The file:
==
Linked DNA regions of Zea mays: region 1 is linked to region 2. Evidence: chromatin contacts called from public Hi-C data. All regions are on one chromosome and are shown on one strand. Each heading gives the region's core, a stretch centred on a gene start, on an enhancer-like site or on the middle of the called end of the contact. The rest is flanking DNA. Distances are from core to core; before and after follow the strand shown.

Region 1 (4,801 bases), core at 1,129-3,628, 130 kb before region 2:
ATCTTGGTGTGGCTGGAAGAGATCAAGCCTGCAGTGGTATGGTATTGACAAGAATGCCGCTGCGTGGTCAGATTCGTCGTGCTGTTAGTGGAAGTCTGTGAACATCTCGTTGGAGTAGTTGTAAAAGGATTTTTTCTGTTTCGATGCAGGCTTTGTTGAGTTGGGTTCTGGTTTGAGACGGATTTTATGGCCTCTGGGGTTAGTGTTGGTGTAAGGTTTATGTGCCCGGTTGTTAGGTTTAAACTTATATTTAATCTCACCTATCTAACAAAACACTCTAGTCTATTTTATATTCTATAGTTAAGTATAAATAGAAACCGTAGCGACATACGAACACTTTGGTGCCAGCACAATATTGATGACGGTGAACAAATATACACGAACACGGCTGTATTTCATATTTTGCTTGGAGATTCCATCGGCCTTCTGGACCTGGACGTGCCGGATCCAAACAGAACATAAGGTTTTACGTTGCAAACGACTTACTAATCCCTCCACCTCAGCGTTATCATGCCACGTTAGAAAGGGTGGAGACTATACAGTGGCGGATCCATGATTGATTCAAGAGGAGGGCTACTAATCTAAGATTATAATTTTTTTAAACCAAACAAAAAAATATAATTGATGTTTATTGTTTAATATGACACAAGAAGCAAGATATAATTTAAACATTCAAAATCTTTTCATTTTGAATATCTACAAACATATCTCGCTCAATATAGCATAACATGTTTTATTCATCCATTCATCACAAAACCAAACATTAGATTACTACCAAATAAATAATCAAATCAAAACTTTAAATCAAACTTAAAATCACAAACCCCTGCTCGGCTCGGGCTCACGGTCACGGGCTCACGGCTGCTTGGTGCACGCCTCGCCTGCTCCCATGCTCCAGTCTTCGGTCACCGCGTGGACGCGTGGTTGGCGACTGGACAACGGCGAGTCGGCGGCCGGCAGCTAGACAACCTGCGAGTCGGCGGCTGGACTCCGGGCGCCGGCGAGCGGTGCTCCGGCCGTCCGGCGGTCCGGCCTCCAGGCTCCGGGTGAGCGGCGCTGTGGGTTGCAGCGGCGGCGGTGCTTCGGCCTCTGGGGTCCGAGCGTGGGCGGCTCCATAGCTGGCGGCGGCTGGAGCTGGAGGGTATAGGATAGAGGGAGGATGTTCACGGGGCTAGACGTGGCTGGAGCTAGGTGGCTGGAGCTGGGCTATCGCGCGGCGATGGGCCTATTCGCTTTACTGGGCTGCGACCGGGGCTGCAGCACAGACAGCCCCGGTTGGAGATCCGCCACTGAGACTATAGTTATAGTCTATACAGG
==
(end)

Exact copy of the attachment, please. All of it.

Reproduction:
Linked DNA regions of Zea mays: region 1 is linked to region 2. Evidence: chromatin contacts called from public Hi-C data. All regions are on one chromosome and are shown on one strand. Each heading gives the region's core, a stretch centred on a gene start, on an enhancer-like site or on the middle of the called end of the contact. The rest is flanking DNA. Distances are from core to core; before and after follow the strand shown.

Region 1 (4,801 bases), core at 1,129-3,628, 130 kb before region 2:
ATCTTGGTGTGGCTGGAAGAGATCAAGCCTGCAGTGGTATGGTATTGACAAGAATGCCGCTGCGTGGTCAGATTCGTCGTGCTGTTAGTGGAAGTCTGTGAACATCTCGTTGGAGTAGTTGTAAAAGGATTTTTTCTGTTTCGATGCAGGCTTTGTTGAGTTGGGTTCTGGTTTGAGACGGATTTTATGGCCTCTGGGGTTAGTGTTGGTGTAAGGTTTATGTGCCCGGTTGTTAGGTTTAAACTTATATTTAATCTCACCTATCTAACAAAACACTCTAGTCTATTTTATATTCTATAGTTAAGTATAAATAGAAACCGTAGCGACATACGAACACTTTGGTGCCAGCACAATATTGATGACGGTGAACAAATATACACGAACACGGCTGTATTTCATATTTTGCTTGGAGATTCCATCGGCCTTCTGGACCTGGACGTGCCGGATCCAAACAGAACATAAGGTTTTACGTTGCAAACGACTTACTAATCCCTCCACCTCAGCGTTATCATGCCACGTTAGAAAGGGTGGAGACTATACAGTGGCGGATCCATGATTGATTCAAGAGGAGGGCTACTAATCTAAGATTATAATTTTTTTAAACCAAACAAAAAAATATAATTGATGTTTATTGTTTAATATGACACAAGAAGCAAGATATAATTTAAACATTCAAAATCTTTTCATTTTGAATATCTACAAACATATCTCGCTCAATATAGCATAACATGTTTTATTCATCCATTCATCACAAAACCAAACATTAGATTACTACCAAATAAATAATCAAATCAAAACTTTAAATCAAACTTAAAATCACAAACCCCTGCTCGGCTCGGGCTCACGGTCACGGGCTCACGGCTGCTTGGTGCACGCCTCGCCTGCTCCCATGCTCCAGTCTTCGGTCACCGCGTGGACGCGTGGTTGGCGACTGGACAACGGCGAGTCGGCGGCCGGCAGCTAGACAACCTGCGAGTCGGCGGCTGGACTCCGGGCGCCGGCGAGCGGTGCTCCGGCCGTCCGGCGGTCCGGCCTCCAGGCTCCGGGTGAGCGGCGCTGTGGGTTGCAGCGGCGGCGGTGCTTCGGCCTCTGGGGTCCGAGCGTGGGCGGCTCCATAGCTGGCGGCGGCTGGAGCTGGAGGGTATAGGATAGAGGGAGGATGTTCACGGGGCTAGACGTGGCTGGAGCTAGGTGGCTGGAGCTGGGCTATCGCGCGGCGATGGGCCTATTCGCTTTACTGGGCTGCGACCGGGGCTGCAGCACAGACAGCCCCGGTTGGAGATCCGCCACTGAGACTATAGTTATAGTCTATACAGG